Another area for exploration is the Croix-Rousse, a historic district that was home to silk weavers – or canuts – and is now Lyon’s answer to hipster Brooklyn. Here you’ll find all kinds of wonderful restaurants, including Balthaz’art, a retro-chic bistro with a creative Montbéliarde beef tartare mixed with black olives, capers and candied lemon. Lunch at Daniel & Denise – an authentic bouchon, complete with red check tablecloths – is another highlight; clapeton d’agneau (chilled, shredded lamb’s feet served atop salad) is a speciality. La Meunière is another such place, where most things are served communally: meals begin with bowls of lentils, celery remoulade and pickled ox muzzle, followed by thick slices of a house pâté en croûte that’s called l’oreiller – “pillow” – de la belle meunière and is filled with foie gras, duck heart, chicken, veal and more.
One newer restaurant is Le Suprême, a modern bistro started by one of my former chefs from Daniel in New York – full disclosure: I’m a minority investor. It offers an inventive, affordable tasting menu focused on poulet de Bresse prepared in many different ways – such as chicken liver mousse or stuffed chicken legs – all with wines from producers such as Jean Foillard and Saint-Joseph. For a fancier lunch place, there is La Mère Brazier – the chicken cooked in a pig’s bladder is a highlight – after which you can wander the indoor-outdoor Les Puces du Canal, where you’ll find memorabilia, antique toys, vintage clothing and furnishings – most of which can be shipped back home. The Museum of Gallo-Roman Civilisation has an incredible collection of mosaics, statues and ceramics. After an afternoon of discovery here, I recommend a visit to Bernachon for a coffee and the best chocolates and sweets anywhere. It was founded in the 1950s, and the family has been making “bean to bar” chocolate on site since the 1970s.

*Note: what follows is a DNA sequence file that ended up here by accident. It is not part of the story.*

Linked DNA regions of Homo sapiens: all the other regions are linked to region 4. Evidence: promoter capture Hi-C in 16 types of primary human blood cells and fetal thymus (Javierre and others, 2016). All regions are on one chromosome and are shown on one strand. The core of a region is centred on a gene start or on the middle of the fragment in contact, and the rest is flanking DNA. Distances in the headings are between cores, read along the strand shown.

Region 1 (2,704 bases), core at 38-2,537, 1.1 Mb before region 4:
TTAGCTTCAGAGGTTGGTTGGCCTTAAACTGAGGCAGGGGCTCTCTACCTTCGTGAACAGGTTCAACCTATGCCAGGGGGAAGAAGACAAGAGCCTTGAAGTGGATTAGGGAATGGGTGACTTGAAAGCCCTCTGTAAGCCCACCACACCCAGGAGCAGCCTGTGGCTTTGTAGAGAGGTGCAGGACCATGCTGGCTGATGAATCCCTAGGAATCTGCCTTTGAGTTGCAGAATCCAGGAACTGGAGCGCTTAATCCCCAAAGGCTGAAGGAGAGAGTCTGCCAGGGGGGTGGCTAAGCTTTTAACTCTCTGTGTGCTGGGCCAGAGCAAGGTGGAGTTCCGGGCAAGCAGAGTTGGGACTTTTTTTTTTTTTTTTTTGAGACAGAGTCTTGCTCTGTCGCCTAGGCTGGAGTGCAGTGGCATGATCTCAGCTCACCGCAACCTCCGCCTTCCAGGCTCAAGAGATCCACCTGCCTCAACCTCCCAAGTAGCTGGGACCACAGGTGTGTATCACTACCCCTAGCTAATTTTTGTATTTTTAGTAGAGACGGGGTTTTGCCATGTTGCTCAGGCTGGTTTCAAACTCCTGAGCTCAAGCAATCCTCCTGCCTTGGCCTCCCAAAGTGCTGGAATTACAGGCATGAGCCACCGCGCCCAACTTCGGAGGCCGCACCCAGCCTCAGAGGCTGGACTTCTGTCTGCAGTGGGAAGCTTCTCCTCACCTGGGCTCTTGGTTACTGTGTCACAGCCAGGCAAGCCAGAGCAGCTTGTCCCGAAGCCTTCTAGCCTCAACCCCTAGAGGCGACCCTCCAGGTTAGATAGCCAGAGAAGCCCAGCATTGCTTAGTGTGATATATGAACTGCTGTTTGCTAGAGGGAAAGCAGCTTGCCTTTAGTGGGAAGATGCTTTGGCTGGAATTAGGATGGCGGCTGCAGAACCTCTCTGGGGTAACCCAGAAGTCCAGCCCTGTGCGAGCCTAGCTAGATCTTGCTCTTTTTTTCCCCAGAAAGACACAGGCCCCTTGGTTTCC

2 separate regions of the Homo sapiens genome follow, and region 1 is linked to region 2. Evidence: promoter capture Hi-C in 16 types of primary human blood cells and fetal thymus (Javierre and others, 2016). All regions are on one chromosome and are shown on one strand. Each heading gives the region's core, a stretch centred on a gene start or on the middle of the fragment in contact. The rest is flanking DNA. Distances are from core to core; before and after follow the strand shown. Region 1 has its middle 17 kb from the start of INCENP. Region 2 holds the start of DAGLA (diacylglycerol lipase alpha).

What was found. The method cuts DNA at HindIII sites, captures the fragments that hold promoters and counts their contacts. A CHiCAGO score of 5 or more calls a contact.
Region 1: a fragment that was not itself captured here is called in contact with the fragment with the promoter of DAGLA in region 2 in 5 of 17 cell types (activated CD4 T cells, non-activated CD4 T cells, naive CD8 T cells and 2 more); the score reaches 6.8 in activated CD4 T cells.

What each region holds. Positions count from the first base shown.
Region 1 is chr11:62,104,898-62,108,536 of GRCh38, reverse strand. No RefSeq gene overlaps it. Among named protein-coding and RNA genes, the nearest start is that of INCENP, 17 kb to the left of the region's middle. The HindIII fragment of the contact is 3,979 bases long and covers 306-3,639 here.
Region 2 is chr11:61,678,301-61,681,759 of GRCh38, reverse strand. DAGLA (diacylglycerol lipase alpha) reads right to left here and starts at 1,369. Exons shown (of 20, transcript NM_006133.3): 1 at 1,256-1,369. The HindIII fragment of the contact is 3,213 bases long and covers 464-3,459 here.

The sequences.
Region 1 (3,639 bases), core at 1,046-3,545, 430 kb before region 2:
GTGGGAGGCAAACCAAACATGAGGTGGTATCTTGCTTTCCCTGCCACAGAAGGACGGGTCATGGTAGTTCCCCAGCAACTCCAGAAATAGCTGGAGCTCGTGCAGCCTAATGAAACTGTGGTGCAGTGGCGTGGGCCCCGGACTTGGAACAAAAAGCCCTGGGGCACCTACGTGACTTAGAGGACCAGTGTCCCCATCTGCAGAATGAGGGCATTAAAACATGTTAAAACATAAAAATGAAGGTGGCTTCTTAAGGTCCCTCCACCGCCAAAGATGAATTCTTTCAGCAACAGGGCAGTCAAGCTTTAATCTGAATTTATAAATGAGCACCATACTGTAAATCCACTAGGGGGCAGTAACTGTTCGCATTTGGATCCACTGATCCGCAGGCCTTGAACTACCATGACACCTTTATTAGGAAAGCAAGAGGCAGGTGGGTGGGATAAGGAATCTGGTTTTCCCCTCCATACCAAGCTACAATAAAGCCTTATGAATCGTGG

No trip to Lyon is complete without a meal at L’Auberge du Pont de Collonges, a temple of gastronomy that sits right on the Saône. The restaurant resembles a colourful Thai palace, and the food is just as elaborate. Loup de mer en croûte feuilletée with sauce Choron – a Béarnaise with tomato – and the oeufs à la neige are two of my favourite dishes, and you must have Bernachon’s signature Le Président cake: an incredible ganache dessert topped with shaved chocolate. It’s basically chocolate atop chocolate atop chocolate, and it’s sublime.
Vieux Lyon – or the Old City – is a designated Unesco World Heritage site; the quartiers Saint-Jean and Saint-Georges are both full of winding cobblestone streets with great examples of medieval architecture. The Cathedral of Saint-Jean, which dates from the 12th century, features beautiful stained-glass windows and an astronomical clock that is one of the largest in Europe. But then there are plenty of things to do just outside the city as well, not least a visit to the three-Michelin-star Maison Troisgros for lunch. The train takes you through the beautiful Beaujolais countryside and delivers you to the restaurant door in a little over an hour. Another worthwhile lunch excursion is, of course, the train ride to Valence for a delicious lunch at Anne-Sophie Pic’s Maison Pic. And just outside town, an easy taxi ride away, is the Henri Malartre Museum, a vast collection of everything car- and motorcycle-related – from vintage to modern vehicles – housed in a beautiful 12th-century castle.
But besides its natural and architectural endowments, and its culinary status, Lyon is beautiful because it has stayed true to its historical roots. Tradition still matters very much here. Of course, it’s a dynamic city embracing technology and investing in the future: the culture of sport (particularly football), the culture of food, the cultures of art and artisans – these are all celebrated. But the people of Lyon perfected l’art de vivre – the art of living – a long time ago and this is what has kept it a special place.